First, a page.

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Keeping a Healthy Smile

Judy Belk

(April 13, 2018)—Not long ago, I attended a social event and found myself in conversation with three adult siblings. When I shared with them some of the work we’re involved with here at Cal Wellness they immediately wanted to know more about our funding for oral health services for low-income adults and seniors across the state.

“Thank goodness someone is bringing attention to this issue,” one said. They went on to describe the challenges they faced trying to help their elderly mother access care. “We were shocked to discover that Medicare doesn’t cover dental care! She has a lot of health problems, and we’re trying our best to get her the help she needs, but the bills are stacking up. We know she has a lot of dental pain that continues to get worse, but she also needs cataract surgery. We’re making choices all the time and dental visits keep getting pushed further down the list of priorities.”

They aren’t the only ones to find themselves surprised by how hard it can be for our seniors to access care. We recently learned from our grantee partner the Center for Oral Health that:

  • Half of the older adults residing in nursing homes have untreated tooth decay.
  • One in three older adults in California’s skilled nursing facilities have lost all their teeth.
  • And nearly half of the older adults they encountered who live outside these facilities need treatment for tooth decay and or gum disease.

And the numbers are highest among several of the typically underserved populations here in California: those in rural communities, racial and ethnic minority groups, and individuals without insurance.

It’s not just painful. Untreated dental problems impact one’s overall health. For older adults, difficulty chewing can undermine nutrition and exacerbate chronic conditions like hypertension and diabetes. An unhealthy mouth can negatively affect one’s appearance, impacting self-esteem.

And these untreated dental problems impact all of us. Without access to a dentist’s office, many adults and seniors turn to hospital emergency rooms for care, which ultimately results in higher overall health care spending. Prevention and early intervention are more cost-efficient.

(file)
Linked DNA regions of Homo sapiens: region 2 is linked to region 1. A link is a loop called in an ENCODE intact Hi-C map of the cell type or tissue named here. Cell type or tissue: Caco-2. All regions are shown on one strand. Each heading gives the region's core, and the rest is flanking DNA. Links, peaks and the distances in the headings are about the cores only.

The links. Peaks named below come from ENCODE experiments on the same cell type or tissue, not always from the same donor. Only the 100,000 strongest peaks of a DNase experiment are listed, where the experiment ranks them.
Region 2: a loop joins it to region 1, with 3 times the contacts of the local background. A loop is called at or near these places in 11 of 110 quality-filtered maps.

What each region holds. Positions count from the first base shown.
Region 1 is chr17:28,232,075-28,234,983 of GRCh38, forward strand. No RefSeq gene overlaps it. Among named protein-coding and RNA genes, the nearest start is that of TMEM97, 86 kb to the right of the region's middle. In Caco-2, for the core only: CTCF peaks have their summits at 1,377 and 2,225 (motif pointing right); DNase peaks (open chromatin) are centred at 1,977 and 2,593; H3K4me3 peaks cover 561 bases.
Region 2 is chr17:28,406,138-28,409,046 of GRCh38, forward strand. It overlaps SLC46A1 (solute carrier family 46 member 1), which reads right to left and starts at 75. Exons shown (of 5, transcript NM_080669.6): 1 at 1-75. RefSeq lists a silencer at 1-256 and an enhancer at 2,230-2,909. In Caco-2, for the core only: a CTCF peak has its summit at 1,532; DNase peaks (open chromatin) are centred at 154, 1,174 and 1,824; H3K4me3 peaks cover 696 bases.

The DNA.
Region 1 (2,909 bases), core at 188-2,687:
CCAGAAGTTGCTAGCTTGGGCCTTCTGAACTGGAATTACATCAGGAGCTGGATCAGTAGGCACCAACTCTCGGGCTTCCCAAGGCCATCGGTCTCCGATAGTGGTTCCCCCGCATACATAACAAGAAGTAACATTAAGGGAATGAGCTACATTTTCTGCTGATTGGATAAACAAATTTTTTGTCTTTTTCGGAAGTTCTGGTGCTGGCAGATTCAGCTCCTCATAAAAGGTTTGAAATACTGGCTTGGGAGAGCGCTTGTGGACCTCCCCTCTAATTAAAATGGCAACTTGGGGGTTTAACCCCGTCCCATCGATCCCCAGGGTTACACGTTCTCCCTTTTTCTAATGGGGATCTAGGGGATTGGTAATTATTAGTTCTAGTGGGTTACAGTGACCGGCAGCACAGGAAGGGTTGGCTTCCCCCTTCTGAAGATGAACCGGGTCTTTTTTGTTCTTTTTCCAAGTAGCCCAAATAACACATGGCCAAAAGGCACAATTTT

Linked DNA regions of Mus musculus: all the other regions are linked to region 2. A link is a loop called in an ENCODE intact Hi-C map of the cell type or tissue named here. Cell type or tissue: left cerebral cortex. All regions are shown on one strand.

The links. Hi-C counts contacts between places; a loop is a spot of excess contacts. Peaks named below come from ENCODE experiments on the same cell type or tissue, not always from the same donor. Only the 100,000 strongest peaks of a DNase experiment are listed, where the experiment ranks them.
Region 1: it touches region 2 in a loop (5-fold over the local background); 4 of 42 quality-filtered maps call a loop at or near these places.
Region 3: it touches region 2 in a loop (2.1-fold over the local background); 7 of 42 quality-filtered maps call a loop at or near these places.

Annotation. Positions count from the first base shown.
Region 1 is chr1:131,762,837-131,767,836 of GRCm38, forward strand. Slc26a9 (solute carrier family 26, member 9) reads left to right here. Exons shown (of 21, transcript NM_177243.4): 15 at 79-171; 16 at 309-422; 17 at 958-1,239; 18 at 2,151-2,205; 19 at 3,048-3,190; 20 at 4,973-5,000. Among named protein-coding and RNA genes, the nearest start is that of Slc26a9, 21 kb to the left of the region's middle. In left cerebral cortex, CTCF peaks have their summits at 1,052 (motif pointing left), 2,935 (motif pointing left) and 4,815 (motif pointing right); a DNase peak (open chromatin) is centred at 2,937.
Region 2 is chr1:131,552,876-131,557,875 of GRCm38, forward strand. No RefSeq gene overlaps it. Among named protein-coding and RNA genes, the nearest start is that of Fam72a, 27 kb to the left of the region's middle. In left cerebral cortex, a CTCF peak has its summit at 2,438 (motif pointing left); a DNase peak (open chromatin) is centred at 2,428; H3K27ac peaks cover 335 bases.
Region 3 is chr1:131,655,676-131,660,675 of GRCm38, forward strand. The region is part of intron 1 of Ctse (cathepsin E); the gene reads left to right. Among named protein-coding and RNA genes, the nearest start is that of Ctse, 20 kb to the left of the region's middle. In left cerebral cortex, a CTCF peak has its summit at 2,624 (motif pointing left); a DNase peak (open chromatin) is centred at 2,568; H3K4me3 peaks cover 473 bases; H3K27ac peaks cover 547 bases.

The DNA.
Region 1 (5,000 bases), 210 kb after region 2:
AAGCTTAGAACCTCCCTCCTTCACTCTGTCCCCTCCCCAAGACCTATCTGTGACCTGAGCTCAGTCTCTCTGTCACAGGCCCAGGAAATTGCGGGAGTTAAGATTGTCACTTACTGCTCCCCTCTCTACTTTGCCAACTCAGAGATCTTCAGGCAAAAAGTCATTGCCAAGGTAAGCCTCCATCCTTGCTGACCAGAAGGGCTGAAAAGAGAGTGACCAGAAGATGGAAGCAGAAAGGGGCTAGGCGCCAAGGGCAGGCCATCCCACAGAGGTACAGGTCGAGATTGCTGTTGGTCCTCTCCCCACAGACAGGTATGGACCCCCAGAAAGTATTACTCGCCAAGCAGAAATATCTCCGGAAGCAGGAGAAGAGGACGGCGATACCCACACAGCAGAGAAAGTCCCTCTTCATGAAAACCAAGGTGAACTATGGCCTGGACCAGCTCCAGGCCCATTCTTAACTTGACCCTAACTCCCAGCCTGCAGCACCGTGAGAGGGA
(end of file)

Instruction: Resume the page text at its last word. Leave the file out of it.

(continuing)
There’s widespread agreement about the importance of making sure our children receive regular dental visits – it’s included in the Affordable Care Act.

Now it’s time to make sure our elders throughout California can access this care too. Like those in San Diego who can turn to the Gary and Mary West Senior Dental Center. I had a chance to visit the center last year and recall the director pointing to photographs of smiling elders they had treated. “Many arrive for their appointments covering their mouths; embarrassed and in pain from tooth decay,” she told me. “They leave smiling, confident and as newly energized advocates for accessible oral health care.”

At Cal Wellness, moving the needle on these health access barriers is part of our equity goal. We believe wellness requires social justice, a deep commitment to diversity, equity and inclusion, and sustained efforts to eliminate systemic barriers that prevent access to health care, education, employment and safety.

Here's how you can help right this wrong:

We’ll continue to fund the work of advocates working in Sacramento to help raise awareness among policymakers about steps they can take to make sure California’s low-income adults and seniors are able to receive the care they so urgently need.

And we welcome you to add your voices to ours.

Judy Belk image
President and CEO Judy Belk

Judy Belk leads The California Wellness Foundation in pursuing its mission to improve the health of the people of California. In her role, she uses her vision and her voice to help Cal Wellness “level the playing field” so that everyone has access to good-paying jobs, safe neighborhoods and quality health care services.

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